Being a Dyslexic English Teacher

Let’s start with a sad story:

The Fountain Pen

At my primary school, there were regular handwriting tests. If you got a high enough score, you got to graduate from writing with a pencil to writing with a fountain pen. I didn’t know why yet, but my handwriting was barely legible, so I watched as one by one all my classmates moved up to a fountain pen. It took another six months of low test scores before I got my pen. Not because my handwriting was good enough, I think, but because they felt sorry for me. Even today I really love fountain pens too much and spend too much money on them.

My dyslexia today

The young me would be pretty shocked to find out that I spend lots of my time writing on a board for 60 people to read, teaching spelling and grammar. The idea that I could ever be good enough at those things to teach people was impossible. I was lucky to go to a really good school that gave me a lot of personalised support that taught me how to cope with a lot of things to do with dyslexia, but of course, it still effects me.

Spelling

I make spelling mistakes a lot. This is less of a problem now that it’s so easy to look up words with a phone, or online. I get embarrassed if I forget a spelling I need to write on the board. Something that happens all the time is that I’ll see a word and the spelling will look wrong, even though it’s right.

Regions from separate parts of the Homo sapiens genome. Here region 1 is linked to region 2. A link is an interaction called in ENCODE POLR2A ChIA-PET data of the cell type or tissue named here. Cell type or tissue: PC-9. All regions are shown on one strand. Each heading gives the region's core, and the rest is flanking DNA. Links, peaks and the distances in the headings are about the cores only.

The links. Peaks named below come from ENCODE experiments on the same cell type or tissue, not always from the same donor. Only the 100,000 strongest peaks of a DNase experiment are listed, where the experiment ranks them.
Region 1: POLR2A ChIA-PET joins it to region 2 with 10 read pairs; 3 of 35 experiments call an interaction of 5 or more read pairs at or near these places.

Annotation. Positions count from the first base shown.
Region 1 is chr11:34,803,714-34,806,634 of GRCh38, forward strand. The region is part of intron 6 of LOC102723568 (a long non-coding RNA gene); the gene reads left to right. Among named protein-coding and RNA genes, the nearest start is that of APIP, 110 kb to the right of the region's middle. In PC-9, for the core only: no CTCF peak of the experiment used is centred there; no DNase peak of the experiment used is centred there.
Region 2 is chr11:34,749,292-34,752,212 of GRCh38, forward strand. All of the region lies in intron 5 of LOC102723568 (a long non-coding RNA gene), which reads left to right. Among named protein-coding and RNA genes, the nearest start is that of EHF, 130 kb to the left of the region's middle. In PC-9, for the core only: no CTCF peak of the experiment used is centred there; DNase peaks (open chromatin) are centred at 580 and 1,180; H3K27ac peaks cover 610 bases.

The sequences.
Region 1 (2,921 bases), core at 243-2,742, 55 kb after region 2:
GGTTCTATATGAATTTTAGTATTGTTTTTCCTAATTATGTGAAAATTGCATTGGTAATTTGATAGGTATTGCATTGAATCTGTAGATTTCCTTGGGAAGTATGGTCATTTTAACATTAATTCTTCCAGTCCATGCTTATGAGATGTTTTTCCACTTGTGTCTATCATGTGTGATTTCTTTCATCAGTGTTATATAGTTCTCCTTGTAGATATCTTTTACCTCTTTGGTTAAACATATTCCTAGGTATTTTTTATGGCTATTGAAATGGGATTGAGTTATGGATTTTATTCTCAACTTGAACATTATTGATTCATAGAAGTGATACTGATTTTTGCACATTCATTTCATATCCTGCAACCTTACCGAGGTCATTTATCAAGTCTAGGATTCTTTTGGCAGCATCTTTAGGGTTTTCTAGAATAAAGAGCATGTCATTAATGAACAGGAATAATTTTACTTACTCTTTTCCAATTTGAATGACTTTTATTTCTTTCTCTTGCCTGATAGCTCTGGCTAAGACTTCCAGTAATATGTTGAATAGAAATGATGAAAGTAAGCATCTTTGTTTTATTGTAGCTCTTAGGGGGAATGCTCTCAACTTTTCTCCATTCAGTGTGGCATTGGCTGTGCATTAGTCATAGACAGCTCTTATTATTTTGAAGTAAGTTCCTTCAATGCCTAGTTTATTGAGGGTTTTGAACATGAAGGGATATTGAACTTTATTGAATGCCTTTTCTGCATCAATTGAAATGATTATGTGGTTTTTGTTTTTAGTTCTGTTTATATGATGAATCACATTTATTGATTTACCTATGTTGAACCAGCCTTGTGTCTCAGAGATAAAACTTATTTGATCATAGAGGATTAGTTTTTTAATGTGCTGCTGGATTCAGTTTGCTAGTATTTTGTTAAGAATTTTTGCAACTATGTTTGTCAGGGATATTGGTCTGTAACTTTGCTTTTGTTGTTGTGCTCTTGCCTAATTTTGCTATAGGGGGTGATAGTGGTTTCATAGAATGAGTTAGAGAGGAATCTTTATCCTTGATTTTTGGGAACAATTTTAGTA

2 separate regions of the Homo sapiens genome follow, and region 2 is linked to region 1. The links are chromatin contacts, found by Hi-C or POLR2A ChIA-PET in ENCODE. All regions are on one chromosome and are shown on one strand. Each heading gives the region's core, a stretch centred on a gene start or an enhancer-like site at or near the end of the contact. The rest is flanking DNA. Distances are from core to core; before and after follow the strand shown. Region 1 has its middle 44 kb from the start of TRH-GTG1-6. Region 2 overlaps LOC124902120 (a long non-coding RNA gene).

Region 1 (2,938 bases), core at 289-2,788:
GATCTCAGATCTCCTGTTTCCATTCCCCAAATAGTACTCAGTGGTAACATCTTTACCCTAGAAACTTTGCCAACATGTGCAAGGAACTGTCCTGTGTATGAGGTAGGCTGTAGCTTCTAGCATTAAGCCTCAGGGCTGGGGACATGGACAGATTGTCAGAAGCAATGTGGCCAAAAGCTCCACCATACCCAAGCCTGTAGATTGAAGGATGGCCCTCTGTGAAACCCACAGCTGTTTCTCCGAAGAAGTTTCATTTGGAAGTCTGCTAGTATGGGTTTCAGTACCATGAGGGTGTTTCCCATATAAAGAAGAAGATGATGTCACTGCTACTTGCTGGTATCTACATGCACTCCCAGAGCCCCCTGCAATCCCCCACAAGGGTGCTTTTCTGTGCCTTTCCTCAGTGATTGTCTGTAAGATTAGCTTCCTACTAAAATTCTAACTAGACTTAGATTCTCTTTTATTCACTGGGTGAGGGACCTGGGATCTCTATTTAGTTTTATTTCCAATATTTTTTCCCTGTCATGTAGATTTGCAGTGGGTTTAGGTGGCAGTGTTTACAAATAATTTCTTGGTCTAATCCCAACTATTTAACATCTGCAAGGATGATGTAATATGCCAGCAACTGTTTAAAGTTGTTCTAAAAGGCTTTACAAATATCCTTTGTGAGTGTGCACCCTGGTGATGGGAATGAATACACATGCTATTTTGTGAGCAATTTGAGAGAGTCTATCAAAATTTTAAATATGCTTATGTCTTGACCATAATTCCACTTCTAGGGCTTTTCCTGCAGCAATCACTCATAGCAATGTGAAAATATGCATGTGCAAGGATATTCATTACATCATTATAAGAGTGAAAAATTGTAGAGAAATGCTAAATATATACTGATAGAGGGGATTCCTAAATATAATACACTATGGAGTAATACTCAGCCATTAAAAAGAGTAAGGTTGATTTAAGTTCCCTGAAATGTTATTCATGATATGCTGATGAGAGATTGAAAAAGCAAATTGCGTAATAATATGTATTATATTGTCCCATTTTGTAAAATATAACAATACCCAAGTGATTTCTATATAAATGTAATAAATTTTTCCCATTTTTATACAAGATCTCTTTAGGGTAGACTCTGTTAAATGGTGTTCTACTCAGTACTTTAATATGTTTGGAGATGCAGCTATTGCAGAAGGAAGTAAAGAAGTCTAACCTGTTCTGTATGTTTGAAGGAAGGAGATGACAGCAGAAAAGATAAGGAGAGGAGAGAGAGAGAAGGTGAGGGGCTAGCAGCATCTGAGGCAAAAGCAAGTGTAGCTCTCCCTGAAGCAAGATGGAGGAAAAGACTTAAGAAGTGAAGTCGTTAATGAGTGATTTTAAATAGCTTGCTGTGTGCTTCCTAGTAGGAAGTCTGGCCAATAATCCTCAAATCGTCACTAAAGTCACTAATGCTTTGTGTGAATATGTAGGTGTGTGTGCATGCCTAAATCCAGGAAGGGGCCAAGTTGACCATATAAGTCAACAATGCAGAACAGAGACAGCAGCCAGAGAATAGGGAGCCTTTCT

Strangely my students don’t often seem to mind me making a spelling mistake, sometimes other teachers can make a big fuss about it. I use an app called Grammarly to spell check everything I put out and it has made a big difference to me. I’ve made some pretty public and embarrassing spelling mistakes, so it’s important to use this app.

Handwriting

IMG_3471.JPG

I got a compliment on my board writing recently. I don’t think it’s particularly good but with lots of practice, it’s become legible but not pretty. I don’t write as quickly as I’d like to, but it’s passable.

Reading

Lots of people thing dyslexia means you have to be bad at reading. That’s not always true. My reading is generally pretty good. Words don’t move around or look blurry for me, but I do look at a word and sometimes see a completely different word.

Can you be dyslexic and be a teacher?

If you’ve read everything above, I hope you’ll say the answer is ‘yes!’ Being dyslexic definitely makes some things more difficult, but there are always ways to cope. My teaching style is a little bit chaotic and I use a lot of humour when I make a mistake. I make a point of asking pupils to check my spellings on the board when I don’t know something. Dyslexia is said to offer a different way of seeing the world, so I hope that in some ways it helps me as a teacher too.